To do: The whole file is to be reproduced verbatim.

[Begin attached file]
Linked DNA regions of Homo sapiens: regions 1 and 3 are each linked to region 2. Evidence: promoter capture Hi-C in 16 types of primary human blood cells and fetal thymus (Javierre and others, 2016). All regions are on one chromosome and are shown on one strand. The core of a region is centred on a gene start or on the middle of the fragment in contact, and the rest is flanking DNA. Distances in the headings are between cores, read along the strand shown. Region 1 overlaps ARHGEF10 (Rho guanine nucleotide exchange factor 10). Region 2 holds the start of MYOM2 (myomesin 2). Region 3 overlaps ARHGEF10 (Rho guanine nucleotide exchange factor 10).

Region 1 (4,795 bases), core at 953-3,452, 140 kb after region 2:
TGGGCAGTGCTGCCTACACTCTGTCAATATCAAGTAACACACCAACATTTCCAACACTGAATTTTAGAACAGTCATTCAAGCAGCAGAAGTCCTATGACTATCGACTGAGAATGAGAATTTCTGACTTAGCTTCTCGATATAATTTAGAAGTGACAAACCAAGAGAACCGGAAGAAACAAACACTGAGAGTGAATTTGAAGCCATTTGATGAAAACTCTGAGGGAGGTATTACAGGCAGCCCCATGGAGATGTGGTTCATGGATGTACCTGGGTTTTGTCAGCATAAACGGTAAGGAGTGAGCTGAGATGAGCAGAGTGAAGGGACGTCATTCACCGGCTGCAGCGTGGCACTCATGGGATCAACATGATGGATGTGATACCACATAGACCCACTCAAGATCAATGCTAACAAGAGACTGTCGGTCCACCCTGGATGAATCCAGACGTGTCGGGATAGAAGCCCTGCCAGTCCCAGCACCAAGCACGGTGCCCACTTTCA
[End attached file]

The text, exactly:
Linked DNA regions of Homo sapiens: regions 1 and 3 are each linked to region 2. Evidence: promoter capture Hi-C in 16 types of primary human blood cells and fetal thymus (Javierre and others, 2016). All regions are on one chromosome and are shown on one strand. The core of a region is centred on a gene start or on the middle of the fragment in contact, and the rest is flanking DNA. Distances in the headings are between cores, read along the strand shown. Region 1 overlaps ARHGEF10 (Rho guanine nucleotide exchange factor 10). Region 2 holds the start of MYOM2 (myomesin 2). Region 3 overlaps ARHGEF10 (Rho guanine nucleotide exchange factor 10).

Region 1 (4,795 bases), core at 953-3,452, 140 kb after region 2:
TGGGCAGTGCTGCCTACACTCTGTCAATATCAAGTAACACACCAACATTTCCAACACTGAATTTTAGAACAGTCATTCAAGCAGCAGAAGTCCTATGACTATCGACTGAGAATGAGAATTTCTGACTTAGCTTCTCGATATAATTTAGAAGTGACAAACCAAGAGAACCGGAAGAAACAAACACTGAGAGTGAATTTGAAGCCATTTGATGAAAACTCTGAGGGAGGTATTACAGGCAGCCCCATGGAGATGTGGTTCATGGATGTACCTGGGTTTTGTCAGCATAAACGGTAAGGAGTGAGCTGAGATGAGCAGAGTGAAGGGACGTCATTCACCGGCTGCAGCGTGGCACTCATGGGATCAACATGATGGATGTGATACCACATAGACCCACTCAAGATCAATGCTAACAAGAGACTGTCGGTCCACCCTGGATGAATCCAGACGTGTCGGGATAGAAGCCCTGCCAGTCCCAGCACCAAGCACGGTGCCCACTTTCA